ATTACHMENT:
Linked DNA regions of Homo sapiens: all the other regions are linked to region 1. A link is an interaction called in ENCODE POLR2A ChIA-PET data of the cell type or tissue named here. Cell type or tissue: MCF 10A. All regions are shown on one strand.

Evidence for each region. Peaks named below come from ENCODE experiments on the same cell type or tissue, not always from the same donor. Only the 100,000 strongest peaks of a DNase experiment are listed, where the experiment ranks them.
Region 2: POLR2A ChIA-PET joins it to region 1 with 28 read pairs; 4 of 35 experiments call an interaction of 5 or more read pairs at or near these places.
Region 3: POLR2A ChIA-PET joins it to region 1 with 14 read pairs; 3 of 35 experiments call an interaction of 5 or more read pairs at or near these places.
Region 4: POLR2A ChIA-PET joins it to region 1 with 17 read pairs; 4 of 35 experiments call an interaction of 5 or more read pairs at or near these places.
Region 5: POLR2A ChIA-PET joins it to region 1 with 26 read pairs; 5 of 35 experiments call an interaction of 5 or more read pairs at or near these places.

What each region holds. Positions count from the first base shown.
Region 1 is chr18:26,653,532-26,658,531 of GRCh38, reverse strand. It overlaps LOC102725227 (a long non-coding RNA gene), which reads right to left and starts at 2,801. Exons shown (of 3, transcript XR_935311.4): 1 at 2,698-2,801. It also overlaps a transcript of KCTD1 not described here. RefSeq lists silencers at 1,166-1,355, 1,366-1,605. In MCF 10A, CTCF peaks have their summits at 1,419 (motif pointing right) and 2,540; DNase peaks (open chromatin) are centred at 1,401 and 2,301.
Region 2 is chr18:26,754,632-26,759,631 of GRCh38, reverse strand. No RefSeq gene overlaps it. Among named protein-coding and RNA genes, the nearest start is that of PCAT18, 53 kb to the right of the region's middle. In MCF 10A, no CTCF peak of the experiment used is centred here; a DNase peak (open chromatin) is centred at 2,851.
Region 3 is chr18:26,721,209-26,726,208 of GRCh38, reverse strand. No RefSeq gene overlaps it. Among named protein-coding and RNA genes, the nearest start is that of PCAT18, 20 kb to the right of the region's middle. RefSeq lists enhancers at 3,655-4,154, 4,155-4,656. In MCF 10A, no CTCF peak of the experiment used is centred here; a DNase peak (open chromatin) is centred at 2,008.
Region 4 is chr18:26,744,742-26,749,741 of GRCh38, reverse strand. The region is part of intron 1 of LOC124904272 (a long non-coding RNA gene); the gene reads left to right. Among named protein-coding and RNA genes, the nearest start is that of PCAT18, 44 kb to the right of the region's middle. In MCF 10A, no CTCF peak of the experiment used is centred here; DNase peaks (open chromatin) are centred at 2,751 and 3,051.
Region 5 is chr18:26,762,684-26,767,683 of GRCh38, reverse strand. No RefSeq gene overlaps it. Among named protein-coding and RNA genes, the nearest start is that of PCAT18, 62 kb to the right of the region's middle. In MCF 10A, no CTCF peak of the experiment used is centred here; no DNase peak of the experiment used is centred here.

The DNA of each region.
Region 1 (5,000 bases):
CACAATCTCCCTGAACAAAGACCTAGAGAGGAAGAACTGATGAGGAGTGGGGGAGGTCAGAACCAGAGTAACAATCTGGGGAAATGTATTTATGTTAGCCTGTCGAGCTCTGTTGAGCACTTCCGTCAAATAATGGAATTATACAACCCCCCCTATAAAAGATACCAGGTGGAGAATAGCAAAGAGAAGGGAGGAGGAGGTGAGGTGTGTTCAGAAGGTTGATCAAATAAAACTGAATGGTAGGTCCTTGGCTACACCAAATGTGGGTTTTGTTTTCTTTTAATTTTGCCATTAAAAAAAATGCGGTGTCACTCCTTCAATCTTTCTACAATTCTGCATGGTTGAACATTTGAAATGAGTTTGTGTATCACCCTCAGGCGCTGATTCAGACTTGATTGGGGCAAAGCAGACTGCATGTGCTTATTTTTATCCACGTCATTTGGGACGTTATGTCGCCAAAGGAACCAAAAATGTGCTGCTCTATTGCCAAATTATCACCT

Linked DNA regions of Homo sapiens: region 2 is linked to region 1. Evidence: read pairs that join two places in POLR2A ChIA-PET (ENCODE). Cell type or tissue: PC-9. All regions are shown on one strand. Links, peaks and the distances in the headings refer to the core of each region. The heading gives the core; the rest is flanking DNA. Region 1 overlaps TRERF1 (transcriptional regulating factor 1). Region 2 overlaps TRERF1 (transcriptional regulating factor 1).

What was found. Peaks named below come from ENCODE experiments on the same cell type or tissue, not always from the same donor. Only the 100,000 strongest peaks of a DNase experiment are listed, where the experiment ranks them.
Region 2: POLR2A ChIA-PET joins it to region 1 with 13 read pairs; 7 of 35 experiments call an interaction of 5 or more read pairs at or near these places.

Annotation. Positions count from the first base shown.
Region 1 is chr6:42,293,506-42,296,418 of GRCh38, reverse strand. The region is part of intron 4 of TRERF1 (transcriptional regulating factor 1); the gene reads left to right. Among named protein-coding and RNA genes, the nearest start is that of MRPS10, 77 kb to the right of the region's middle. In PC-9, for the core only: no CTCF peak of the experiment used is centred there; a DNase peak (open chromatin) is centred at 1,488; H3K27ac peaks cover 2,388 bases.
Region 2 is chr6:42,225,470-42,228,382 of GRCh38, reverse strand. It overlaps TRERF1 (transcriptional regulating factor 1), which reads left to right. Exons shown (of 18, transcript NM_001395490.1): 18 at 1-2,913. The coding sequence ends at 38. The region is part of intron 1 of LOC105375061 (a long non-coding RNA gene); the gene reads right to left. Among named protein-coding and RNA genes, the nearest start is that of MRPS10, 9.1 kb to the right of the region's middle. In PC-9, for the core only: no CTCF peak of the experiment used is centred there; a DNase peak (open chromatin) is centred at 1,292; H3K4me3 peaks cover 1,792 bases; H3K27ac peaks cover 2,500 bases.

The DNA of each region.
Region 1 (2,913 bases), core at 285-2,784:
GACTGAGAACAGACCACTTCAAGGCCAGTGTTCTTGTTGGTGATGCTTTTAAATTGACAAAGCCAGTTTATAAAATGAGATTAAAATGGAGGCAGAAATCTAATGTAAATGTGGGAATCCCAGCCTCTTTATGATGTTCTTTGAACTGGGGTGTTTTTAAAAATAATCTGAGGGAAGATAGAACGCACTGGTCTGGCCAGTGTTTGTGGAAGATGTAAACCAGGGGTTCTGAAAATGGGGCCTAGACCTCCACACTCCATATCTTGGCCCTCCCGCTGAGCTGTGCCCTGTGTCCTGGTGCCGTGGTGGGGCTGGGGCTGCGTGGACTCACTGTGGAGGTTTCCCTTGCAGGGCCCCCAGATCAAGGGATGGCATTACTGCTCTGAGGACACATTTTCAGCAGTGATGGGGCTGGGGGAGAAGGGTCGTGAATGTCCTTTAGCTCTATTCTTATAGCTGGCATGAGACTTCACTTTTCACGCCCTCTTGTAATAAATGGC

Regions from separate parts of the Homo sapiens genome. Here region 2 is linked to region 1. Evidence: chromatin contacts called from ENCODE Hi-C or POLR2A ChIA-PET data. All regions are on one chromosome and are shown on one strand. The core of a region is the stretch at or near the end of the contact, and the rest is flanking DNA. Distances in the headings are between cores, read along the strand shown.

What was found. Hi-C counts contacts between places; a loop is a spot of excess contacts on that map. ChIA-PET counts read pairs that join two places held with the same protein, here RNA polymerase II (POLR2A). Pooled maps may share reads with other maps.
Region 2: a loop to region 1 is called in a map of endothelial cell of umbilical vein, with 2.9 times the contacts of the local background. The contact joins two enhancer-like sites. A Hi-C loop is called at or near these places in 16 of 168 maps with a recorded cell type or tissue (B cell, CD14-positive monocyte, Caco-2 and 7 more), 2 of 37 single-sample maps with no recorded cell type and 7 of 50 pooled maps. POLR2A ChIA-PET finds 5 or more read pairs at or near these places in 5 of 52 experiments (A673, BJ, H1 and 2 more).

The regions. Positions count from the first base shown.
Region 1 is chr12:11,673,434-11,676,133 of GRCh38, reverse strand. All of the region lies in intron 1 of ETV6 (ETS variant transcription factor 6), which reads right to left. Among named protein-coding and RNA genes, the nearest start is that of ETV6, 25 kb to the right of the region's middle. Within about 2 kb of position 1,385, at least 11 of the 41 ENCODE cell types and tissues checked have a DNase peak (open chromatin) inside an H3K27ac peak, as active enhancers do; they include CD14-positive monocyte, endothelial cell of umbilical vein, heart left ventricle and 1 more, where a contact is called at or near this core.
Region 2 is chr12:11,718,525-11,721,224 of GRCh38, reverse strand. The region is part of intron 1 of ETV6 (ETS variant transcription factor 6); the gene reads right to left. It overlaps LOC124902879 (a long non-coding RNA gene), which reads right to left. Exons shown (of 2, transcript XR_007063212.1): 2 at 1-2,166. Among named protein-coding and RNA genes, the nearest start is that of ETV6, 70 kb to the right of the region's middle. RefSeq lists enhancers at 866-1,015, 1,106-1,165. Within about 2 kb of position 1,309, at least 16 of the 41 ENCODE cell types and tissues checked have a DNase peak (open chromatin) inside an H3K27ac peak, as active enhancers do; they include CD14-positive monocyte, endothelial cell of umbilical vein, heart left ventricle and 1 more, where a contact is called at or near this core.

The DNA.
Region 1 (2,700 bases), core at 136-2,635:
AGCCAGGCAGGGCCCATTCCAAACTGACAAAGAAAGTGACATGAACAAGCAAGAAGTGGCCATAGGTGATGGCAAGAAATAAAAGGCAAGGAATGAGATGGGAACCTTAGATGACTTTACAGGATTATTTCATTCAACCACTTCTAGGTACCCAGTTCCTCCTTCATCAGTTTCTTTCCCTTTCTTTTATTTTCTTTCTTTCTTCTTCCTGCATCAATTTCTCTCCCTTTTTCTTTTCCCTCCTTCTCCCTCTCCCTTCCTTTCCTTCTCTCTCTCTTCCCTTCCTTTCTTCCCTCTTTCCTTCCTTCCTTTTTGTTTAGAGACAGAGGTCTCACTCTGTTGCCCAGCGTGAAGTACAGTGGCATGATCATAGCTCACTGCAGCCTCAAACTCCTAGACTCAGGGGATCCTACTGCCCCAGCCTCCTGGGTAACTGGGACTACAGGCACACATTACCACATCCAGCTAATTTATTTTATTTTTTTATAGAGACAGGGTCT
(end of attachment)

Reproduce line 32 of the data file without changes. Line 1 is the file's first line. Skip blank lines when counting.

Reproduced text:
Region 1 (2,700 bases), core at 136-2,635: